Makers of Cranes, Illusions take home first Oscars

PASADENA, Calif. - Actress Scarlett Johansson handed out the first Oscar statuettes of the 77th Annual Academy Awards to movie engineers at the weekend while gamely slogging though complex descriptions of inventions she admitted she did not quite comprehend.

Among those honored were the man who created "bluescreen" technology that allowed actors to be placed in locations they were nowhere near, and engineers who made camera cranes more mobile and improved wide-screen cinematography.

The Academy also honored the inventors of 11 other devices, including lights, audio systems, special effects makeup and animation software.

From the start of the black-tie gala in Pasadena, California, Johansson warned attendees about the perils of the jargon-laden script she was reading from a TelePrompter.

"You need to stay alert in the first part of the evening or you'll be lost forever," she said. "The words are coming out of my mouth but I'm just not processing them."

"All you really need to know is it makes it sound better," Steven Boze later told her as he accepted an award for creating a device that removes unwanted noise from soundtracks.

The audience of mostly engineers and mathematicians seemed to startle Johansson at one point, by applauding during her lengthy description of motion-capture technology used in films like "Polar Express" and "I, Robot" to mimic human movements.

"Wow. It's a real crowd pleaser," she said.

UP AND COMING

Johansson, 20, won widespread notice for her breakout role in 2003's "Lost in Translation." She is one of a number of younger actresses the Academy has tapped in recent years to host the technical Oscars, including Jennifer Garner, Kate Hudson and Charlize Theron.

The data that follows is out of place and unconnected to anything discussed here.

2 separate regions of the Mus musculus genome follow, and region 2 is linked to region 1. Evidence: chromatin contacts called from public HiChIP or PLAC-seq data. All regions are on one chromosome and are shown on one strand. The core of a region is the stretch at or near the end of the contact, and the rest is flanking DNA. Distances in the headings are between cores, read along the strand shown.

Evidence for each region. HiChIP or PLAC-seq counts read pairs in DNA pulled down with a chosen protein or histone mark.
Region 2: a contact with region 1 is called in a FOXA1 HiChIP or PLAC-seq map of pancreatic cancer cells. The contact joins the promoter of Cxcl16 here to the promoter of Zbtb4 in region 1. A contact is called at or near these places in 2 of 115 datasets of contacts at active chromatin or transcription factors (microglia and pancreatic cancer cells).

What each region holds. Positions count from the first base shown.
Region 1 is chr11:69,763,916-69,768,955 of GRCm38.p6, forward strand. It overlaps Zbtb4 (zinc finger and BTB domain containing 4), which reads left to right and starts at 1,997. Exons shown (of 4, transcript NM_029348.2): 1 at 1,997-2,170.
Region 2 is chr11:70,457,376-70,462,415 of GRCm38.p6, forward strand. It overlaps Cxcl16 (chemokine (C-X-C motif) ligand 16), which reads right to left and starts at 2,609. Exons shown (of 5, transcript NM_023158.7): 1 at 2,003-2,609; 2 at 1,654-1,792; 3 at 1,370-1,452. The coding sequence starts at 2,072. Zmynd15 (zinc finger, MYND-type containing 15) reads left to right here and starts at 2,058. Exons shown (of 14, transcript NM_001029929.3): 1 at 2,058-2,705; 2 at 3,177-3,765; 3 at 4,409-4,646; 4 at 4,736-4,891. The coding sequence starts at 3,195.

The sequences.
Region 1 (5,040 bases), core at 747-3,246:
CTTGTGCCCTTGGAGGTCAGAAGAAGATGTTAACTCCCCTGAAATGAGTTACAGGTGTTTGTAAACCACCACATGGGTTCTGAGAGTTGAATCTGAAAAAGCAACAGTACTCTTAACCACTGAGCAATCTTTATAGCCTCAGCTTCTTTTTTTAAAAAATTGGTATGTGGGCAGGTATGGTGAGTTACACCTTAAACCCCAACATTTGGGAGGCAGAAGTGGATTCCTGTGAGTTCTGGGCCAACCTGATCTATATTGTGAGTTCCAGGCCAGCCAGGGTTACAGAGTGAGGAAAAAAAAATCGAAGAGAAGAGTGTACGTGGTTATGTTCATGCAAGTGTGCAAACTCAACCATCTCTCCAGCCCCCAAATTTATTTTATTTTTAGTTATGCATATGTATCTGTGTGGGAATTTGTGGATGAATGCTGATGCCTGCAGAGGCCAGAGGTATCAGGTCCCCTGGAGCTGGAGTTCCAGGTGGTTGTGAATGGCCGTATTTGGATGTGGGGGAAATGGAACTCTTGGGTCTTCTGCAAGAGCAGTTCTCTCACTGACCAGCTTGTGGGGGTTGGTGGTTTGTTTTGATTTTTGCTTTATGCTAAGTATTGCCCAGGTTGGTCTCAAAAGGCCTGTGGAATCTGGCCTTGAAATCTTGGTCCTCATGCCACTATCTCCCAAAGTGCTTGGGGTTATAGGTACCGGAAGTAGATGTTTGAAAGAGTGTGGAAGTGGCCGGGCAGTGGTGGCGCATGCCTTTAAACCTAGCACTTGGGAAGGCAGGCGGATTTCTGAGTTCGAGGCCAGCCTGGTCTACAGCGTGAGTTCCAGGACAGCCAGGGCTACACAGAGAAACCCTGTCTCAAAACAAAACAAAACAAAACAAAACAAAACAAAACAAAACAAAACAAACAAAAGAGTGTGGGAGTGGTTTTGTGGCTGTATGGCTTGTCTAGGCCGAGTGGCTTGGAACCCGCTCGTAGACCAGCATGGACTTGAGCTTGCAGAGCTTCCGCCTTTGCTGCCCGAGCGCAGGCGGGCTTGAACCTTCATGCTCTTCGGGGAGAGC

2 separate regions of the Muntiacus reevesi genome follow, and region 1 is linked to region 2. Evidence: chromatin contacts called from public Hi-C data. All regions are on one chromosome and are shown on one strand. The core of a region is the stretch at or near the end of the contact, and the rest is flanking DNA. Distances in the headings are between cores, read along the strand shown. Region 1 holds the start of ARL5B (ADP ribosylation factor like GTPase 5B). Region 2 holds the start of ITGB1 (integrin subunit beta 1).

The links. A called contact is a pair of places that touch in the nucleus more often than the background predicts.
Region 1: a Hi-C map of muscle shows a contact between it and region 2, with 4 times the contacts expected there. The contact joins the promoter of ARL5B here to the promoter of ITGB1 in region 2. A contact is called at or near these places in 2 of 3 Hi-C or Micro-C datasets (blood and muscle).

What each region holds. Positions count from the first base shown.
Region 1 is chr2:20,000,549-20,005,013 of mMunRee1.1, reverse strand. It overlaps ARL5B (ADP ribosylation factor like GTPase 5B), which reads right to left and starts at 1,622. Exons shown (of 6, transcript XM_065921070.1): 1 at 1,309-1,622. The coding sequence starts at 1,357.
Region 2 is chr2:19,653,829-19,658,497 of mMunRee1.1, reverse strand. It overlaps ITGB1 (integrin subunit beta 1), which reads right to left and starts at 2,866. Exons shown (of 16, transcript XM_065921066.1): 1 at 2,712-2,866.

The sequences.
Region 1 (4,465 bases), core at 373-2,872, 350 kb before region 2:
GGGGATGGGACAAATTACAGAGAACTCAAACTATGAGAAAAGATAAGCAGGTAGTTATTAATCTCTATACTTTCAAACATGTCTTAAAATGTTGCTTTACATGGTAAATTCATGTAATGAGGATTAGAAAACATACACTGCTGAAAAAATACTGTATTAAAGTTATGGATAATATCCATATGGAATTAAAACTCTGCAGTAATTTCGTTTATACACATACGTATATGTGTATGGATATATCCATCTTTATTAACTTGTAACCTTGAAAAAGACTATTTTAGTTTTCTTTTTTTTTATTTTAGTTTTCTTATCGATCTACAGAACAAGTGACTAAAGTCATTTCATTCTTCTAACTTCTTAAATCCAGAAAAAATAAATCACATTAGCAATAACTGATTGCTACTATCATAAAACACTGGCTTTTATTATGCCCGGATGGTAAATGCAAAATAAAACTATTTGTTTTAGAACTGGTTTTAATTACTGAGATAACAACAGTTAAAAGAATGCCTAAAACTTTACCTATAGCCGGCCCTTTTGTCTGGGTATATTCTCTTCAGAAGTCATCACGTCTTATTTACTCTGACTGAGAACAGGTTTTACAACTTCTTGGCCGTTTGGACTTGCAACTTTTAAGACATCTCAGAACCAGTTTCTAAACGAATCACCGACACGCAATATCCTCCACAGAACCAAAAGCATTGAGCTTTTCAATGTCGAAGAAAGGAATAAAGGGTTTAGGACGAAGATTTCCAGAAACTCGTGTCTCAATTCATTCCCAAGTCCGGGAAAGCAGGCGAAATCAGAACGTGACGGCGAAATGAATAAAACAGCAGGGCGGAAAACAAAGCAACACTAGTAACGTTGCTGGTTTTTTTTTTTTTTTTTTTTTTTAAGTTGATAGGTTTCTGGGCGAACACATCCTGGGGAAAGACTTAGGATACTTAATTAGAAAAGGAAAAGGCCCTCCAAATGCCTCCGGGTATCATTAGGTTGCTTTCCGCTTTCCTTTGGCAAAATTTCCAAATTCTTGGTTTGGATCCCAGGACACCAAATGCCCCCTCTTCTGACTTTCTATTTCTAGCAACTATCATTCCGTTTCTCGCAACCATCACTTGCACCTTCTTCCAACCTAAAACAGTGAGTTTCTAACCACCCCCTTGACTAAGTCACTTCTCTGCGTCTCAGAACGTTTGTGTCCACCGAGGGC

The night's big winners were the men who designed and built the Louma Camera Crane and Technocrane systems, which put cameras in places where their operators could not easily go, and helped capture complex action sequences.

Horst Burbulla developed the Technocrane telescoping crane and introduced it to Steven Spielberg, who first used it in the 1981 action-adventure film "Raiders of the Lost Ark."

The team of Jean-Marie Lavalou, Alain Masseron and David Samuelson developed the Louma Camera Crane system in 1978 to replace heavy and slow-moving fixed-length cranes that were used on movie sets to capture high-angle shots.

The Academy gave the Gordon E. Sawyer Award to Panavision engineer Takuo Miyagishima, who, in his nearly 50-year career, invented a series of camera lenses, including one that enhanced the cinematography of wide-screen formats.

Former Eastman Kodak engineer Arthur Widmer was honored for a lifetime of cinematic achievements, including his invention of "bluescreen" compositing technology that first combined actors on soundstages with pre-filmed backgrounds.

One of the first films to use the technique was "The Old Man and the Sea" starring Spencer Tracy in 1958.

- REUTERS

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